July 9, 2020

What Carter Wrote

posted on: Wednesday February 13, 2013

Melanie Souchet ’14/Portfolio Staff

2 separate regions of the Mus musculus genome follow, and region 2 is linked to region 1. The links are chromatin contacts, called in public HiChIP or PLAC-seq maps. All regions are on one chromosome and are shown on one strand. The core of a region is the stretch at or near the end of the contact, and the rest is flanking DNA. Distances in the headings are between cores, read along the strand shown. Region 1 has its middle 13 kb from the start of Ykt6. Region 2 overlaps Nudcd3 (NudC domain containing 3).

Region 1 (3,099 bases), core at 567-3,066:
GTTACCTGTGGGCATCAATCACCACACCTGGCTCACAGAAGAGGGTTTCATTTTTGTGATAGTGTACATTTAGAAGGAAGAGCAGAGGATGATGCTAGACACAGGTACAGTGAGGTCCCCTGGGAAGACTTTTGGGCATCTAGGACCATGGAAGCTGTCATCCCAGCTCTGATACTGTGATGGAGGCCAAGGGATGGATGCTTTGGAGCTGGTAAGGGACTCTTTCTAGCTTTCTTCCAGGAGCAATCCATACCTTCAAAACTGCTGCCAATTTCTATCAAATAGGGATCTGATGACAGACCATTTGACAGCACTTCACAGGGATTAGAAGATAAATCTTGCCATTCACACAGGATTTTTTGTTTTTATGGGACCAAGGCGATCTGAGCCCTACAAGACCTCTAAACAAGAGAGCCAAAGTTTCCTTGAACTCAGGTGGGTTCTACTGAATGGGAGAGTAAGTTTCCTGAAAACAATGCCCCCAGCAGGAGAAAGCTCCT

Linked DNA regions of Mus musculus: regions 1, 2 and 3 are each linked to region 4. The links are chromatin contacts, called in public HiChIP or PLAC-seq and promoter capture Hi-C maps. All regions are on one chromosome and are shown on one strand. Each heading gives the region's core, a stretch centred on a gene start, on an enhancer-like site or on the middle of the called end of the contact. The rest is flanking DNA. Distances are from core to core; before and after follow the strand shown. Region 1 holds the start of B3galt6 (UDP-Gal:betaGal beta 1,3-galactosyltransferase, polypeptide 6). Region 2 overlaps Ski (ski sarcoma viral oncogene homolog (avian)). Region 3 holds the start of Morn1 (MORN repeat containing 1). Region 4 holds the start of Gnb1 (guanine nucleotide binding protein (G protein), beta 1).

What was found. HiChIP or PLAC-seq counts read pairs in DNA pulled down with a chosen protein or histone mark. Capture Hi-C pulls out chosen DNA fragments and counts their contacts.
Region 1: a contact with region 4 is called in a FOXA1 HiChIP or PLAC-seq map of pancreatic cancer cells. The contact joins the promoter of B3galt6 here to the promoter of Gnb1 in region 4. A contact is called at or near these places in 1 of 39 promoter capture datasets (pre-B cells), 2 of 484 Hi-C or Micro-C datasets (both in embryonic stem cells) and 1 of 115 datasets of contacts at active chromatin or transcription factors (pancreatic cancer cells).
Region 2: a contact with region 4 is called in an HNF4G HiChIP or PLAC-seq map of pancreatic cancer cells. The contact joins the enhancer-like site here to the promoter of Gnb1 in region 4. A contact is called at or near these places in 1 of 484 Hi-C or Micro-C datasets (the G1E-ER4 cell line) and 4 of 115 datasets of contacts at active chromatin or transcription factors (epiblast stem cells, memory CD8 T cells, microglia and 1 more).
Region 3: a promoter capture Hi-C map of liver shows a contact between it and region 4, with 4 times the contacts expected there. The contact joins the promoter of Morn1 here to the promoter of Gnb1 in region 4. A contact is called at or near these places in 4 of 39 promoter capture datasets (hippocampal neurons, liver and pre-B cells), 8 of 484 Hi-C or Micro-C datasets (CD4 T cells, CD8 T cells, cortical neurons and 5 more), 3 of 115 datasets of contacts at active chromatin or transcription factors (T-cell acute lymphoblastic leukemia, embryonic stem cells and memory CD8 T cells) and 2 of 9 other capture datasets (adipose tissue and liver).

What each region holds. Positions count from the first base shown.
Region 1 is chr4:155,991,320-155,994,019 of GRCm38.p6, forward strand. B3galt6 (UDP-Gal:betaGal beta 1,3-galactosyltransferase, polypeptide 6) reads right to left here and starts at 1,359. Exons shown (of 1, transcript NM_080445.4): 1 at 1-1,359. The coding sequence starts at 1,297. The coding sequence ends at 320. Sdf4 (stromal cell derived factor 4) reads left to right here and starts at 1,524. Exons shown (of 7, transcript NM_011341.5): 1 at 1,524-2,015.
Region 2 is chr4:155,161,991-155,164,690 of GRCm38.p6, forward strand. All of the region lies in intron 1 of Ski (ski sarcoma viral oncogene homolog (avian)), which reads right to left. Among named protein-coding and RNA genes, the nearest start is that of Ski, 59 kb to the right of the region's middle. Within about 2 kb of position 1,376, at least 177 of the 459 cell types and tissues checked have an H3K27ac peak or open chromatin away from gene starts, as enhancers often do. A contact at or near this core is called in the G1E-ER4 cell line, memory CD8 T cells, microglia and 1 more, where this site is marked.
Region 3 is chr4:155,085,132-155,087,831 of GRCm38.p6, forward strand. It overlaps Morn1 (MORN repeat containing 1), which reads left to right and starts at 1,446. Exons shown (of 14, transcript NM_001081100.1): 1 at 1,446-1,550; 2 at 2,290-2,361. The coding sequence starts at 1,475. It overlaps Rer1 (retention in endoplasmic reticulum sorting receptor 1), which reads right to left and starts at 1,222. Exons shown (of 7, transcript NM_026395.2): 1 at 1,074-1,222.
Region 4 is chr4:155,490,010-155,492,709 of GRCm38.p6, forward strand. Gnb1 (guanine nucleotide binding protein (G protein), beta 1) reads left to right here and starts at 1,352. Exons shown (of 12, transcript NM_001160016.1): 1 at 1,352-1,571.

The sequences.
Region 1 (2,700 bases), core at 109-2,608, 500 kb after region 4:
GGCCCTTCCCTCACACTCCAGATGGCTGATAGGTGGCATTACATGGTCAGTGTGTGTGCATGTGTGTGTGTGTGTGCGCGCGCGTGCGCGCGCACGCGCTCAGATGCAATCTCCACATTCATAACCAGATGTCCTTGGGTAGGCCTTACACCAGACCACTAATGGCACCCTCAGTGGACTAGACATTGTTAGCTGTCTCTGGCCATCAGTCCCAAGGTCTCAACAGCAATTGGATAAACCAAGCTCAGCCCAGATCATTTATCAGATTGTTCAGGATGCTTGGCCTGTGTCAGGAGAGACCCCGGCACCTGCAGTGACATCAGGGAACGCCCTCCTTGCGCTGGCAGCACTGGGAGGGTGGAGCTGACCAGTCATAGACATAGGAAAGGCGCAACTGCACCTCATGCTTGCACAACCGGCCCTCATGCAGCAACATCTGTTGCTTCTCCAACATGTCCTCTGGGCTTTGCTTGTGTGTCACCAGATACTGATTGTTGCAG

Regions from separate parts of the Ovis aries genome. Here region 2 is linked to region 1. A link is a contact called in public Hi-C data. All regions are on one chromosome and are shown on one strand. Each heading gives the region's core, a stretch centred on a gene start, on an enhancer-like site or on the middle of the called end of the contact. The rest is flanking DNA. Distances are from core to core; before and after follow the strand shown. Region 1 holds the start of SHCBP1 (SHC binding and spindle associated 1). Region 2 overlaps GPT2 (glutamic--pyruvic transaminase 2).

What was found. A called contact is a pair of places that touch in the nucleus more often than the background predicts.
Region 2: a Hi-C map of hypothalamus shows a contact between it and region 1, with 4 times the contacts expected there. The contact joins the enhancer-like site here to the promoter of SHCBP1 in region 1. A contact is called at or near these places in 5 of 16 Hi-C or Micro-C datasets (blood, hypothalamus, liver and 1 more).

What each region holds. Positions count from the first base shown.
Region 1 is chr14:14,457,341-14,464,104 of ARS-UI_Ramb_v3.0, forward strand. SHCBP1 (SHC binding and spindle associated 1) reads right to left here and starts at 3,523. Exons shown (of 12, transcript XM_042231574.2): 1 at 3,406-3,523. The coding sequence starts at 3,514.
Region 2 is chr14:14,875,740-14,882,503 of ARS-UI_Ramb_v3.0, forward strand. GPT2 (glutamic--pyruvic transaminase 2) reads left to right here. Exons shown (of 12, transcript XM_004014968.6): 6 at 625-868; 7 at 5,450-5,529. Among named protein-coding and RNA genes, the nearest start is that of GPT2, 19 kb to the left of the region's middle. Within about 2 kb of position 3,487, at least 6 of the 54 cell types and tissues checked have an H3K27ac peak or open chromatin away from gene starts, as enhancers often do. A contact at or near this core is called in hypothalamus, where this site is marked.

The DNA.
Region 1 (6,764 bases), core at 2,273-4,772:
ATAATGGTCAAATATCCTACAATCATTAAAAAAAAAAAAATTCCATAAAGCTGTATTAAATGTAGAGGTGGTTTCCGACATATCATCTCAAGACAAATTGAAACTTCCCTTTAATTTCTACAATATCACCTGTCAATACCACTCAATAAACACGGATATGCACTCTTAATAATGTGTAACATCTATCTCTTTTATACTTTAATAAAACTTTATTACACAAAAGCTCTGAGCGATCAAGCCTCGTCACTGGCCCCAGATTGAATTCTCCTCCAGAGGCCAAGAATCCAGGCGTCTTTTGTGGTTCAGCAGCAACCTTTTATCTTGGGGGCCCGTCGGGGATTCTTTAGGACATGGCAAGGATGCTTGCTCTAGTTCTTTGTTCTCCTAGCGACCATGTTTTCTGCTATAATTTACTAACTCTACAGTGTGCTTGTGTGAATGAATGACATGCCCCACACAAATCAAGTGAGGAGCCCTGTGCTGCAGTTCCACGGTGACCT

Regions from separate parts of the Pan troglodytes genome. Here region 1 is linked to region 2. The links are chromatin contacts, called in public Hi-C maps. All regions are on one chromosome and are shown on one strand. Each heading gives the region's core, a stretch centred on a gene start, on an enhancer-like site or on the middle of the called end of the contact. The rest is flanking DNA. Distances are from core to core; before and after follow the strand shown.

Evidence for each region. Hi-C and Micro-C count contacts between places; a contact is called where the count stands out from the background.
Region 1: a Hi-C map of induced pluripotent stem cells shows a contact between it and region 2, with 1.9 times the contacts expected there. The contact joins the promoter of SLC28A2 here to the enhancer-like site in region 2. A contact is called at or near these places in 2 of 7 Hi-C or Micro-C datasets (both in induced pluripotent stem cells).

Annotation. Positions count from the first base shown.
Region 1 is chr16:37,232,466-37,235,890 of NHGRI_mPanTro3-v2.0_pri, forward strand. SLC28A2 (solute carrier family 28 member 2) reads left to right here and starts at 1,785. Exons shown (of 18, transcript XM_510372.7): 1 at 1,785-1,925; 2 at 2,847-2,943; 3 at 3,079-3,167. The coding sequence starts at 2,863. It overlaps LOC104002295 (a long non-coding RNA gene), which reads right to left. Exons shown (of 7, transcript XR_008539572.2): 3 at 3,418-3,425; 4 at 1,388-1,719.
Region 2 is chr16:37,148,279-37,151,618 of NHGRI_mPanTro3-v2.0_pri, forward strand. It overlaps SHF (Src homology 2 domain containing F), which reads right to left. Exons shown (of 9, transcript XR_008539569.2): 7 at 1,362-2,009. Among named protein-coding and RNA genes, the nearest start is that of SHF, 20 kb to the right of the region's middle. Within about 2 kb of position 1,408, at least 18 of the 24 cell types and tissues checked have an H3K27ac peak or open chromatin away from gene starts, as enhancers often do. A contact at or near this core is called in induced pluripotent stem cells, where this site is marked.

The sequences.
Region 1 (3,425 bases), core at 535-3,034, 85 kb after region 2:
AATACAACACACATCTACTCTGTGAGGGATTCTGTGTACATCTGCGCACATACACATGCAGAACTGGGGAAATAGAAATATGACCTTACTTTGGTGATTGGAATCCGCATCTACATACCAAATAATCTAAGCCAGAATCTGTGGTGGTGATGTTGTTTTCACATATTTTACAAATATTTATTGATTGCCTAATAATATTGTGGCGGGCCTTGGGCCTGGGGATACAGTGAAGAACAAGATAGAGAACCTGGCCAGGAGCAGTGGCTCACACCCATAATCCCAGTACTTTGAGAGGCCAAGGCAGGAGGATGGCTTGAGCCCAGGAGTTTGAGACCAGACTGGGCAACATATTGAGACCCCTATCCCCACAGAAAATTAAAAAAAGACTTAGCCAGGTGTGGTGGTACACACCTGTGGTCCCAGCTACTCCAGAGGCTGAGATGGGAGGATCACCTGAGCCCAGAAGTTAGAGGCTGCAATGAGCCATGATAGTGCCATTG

Bill Carter was always writing, from the first moment I saw him at boot camp, to the snowy forests of France. He always kept the notebook on him and never showed us what he was writing. The only person besides Carter who had seen his scribbling was his friend, Francis Bones. Bones wouldn’t tell us anything, which only fueled the speculation. “Is it porn?” asked Sammy Donovan. “I bet it’s porn.” “Wha-no.” Bones laughed. “God, no, Donovan. It’s not porn.” “The Virgin Carter writing porn?” grunted Tank. Tank had a proper name, but no one called him by it anymore. “Yeah, right. It’s poetry. I bet you anything it’s poetry. He seems like the type.” I always thought that Carter was just keeping a diary, but poetry seemed an equally viable option. The man had a splendid grasp of language. I was there at D-Day when he was hit by some shrapnel. The injury wasn’t serious, but it hurt like hell. I’d never heard such an eloquent and varied barrage of swear words in my entire life. Regardless of what he was writing, the company as a whole was determined to make sure he kept doing it. We gave him our pencil stubs when he lost his. Bones found him a new notebook when his old one ran out of space. No one asked where Bones got it, because it didn’t matter. Writing was important to Carter. It kept him sane. Sanity was hard to come by these days. You took it where you could. We all knew the day that Carter stopped writing would be a bad one. Carter stopped writing twice. The first time was when the Germans shelled our position. It was like the world around us was a snowglobe, and God had just dropped it to the ground. Trees exploded and fell; the ground burst in sprays of dirt and slush. The noise was incredible, like every fireworks display I’d ever seen going off right next to my ear. And the worst part was there wasn’t a single thing we could do about it. We

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